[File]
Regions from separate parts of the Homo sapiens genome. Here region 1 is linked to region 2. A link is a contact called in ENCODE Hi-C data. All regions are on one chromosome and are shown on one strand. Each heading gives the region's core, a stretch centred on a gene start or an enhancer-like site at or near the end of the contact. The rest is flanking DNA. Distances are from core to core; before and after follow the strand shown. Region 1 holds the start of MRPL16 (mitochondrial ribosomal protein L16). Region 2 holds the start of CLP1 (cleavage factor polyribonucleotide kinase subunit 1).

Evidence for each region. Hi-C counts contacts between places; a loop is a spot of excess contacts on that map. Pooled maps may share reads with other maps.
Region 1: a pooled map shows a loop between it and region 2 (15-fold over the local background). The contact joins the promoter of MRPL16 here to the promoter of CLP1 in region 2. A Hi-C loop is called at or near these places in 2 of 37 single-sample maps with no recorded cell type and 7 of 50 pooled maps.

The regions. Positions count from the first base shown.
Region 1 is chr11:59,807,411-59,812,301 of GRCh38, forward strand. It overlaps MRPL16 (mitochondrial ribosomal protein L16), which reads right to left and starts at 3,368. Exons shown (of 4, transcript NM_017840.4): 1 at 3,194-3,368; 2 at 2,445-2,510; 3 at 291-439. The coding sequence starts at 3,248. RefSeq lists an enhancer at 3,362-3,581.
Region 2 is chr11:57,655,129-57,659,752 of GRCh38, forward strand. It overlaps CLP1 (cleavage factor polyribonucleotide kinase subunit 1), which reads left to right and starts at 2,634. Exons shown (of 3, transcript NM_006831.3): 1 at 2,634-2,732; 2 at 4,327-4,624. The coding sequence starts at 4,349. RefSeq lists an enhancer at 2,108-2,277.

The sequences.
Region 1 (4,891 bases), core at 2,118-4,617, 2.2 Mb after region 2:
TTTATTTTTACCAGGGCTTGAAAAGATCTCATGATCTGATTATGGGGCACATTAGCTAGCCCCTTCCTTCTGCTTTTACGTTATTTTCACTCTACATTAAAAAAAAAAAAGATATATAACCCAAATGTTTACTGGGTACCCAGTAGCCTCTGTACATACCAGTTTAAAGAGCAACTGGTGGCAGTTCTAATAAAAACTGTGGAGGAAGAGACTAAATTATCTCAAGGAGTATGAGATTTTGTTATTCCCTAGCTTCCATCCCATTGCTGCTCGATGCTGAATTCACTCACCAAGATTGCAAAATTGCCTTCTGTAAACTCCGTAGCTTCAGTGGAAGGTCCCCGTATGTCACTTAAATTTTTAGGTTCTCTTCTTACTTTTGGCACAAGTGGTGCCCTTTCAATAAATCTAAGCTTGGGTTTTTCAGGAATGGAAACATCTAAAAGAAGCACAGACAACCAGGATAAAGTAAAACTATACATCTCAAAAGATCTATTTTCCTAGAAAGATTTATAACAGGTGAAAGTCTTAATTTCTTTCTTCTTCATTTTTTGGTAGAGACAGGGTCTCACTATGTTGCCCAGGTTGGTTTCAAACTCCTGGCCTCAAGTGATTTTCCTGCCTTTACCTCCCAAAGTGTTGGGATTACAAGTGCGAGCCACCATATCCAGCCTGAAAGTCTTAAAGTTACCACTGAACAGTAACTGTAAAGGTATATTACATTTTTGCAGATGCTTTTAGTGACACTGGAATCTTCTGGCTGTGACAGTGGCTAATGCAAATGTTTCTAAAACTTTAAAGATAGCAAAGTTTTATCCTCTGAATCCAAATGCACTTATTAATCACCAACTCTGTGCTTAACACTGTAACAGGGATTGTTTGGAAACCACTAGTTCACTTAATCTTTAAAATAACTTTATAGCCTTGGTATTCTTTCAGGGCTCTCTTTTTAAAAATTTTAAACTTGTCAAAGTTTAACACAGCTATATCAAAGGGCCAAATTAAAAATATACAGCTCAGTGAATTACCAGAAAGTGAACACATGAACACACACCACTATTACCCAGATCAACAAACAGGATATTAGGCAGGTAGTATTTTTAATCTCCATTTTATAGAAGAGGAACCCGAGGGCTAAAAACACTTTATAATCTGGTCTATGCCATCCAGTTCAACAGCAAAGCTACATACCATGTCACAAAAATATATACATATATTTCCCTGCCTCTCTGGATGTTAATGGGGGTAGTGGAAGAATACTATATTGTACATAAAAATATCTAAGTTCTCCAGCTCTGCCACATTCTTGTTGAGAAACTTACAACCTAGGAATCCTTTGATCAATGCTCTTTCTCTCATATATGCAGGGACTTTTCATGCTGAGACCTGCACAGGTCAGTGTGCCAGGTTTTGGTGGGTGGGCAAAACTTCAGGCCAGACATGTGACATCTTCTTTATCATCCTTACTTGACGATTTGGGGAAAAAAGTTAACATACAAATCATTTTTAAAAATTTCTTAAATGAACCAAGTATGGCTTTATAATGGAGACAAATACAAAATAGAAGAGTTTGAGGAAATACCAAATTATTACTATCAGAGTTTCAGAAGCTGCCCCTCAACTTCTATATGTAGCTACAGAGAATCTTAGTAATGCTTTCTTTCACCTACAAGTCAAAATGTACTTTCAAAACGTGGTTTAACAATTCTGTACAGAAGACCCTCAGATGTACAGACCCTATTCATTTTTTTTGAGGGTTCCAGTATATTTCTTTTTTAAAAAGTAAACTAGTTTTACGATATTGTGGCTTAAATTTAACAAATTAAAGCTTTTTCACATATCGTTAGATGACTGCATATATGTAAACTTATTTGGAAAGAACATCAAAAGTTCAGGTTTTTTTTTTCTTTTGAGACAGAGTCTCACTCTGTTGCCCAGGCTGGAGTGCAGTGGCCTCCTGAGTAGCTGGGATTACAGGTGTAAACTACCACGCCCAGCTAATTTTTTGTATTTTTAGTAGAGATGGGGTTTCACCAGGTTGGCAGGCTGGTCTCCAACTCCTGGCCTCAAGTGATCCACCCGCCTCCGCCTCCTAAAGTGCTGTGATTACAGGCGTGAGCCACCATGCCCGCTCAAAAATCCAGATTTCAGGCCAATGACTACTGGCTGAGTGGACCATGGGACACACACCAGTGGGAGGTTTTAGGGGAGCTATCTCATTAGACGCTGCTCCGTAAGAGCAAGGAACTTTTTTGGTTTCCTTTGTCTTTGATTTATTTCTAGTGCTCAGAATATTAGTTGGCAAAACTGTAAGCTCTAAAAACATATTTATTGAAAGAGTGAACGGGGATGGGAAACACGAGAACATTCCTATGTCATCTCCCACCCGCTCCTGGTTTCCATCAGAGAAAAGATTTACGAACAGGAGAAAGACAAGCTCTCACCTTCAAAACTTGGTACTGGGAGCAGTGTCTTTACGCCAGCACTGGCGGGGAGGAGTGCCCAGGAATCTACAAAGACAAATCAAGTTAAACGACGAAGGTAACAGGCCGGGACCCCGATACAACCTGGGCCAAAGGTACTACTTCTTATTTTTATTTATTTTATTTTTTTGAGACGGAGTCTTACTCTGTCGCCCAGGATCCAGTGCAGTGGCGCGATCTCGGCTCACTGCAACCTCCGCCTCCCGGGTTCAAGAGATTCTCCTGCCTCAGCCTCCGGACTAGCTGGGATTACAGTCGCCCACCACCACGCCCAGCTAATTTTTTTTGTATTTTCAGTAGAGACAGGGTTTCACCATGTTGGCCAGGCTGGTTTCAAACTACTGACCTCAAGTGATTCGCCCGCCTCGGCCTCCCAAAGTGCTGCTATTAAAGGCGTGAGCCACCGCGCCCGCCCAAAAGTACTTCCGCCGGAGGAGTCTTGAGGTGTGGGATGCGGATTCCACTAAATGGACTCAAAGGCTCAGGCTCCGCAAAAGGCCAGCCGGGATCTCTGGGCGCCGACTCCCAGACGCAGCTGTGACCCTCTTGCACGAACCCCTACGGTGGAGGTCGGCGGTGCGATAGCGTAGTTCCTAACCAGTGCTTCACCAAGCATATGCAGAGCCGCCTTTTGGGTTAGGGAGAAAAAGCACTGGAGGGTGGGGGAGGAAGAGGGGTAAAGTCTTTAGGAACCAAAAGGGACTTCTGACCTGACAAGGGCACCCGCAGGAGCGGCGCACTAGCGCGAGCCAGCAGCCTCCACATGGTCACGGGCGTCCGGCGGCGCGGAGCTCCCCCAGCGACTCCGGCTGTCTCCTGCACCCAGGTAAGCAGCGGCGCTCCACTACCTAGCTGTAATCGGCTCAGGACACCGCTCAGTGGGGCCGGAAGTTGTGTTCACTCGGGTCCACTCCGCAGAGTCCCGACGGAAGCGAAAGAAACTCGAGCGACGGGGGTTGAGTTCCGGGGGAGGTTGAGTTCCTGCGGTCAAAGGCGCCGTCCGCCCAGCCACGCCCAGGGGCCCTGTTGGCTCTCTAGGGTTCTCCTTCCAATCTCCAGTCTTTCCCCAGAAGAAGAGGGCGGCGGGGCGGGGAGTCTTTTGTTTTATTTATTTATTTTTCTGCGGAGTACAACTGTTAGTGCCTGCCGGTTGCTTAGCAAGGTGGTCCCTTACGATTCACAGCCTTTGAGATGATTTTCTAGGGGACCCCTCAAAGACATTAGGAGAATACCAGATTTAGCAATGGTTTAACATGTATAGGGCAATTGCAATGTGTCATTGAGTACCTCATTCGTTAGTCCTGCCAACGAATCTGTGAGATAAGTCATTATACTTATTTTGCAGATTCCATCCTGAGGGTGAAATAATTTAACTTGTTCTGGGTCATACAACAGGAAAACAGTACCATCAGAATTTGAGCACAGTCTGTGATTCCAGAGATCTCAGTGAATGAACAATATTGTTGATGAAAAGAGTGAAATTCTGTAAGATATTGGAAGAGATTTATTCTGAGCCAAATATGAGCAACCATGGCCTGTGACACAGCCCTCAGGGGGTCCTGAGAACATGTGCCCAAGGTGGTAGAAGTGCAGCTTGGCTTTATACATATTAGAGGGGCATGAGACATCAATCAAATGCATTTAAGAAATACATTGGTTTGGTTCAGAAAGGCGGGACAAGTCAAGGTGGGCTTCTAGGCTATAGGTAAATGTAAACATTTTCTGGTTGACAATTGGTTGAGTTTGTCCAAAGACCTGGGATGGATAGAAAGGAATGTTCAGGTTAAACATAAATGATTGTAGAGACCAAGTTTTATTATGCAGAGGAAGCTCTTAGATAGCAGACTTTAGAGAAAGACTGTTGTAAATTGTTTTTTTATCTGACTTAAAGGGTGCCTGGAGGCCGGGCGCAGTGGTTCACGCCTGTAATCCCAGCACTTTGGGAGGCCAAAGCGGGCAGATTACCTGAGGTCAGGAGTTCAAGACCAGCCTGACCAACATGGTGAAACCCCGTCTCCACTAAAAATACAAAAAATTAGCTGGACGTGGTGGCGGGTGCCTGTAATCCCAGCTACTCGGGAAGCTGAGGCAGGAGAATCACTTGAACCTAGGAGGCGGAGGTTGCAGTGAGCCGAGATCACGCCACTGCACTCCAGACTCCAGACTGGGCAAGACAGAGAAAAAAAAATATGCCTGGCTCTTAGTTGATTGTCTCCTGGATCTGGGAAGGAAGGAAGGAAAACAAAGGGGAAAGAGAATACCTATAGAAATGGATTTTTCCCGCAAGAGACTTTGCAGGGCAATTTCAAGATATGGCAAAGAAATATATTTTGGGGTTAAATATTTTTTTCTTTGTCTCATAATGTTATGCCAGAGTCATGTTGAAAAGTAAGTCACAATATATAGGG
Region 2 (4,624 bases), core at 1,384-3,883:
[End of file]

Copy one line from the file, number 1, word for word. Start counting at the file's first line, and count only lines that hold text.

Regions from separate parts of the Homo sapiens genome. Here region 1 is linked to region 2. A link is a contact called in ENCODE Hi-C data. All regions are on one chromosome and are shown on one strand. Each heading gives the region's core, a stretch centred on a gene start or an enhancer-like site at or near the end of the contact. The rest is flanking DNA. Distances are from core to core; before and after follow the strand shown. Region 1 holds the start of MRPL16 (mitochondrial ribosomal protein L16). Region 2 holds the start of CLP1 (cleavage factor polyribonucleotide kinase subunit 1).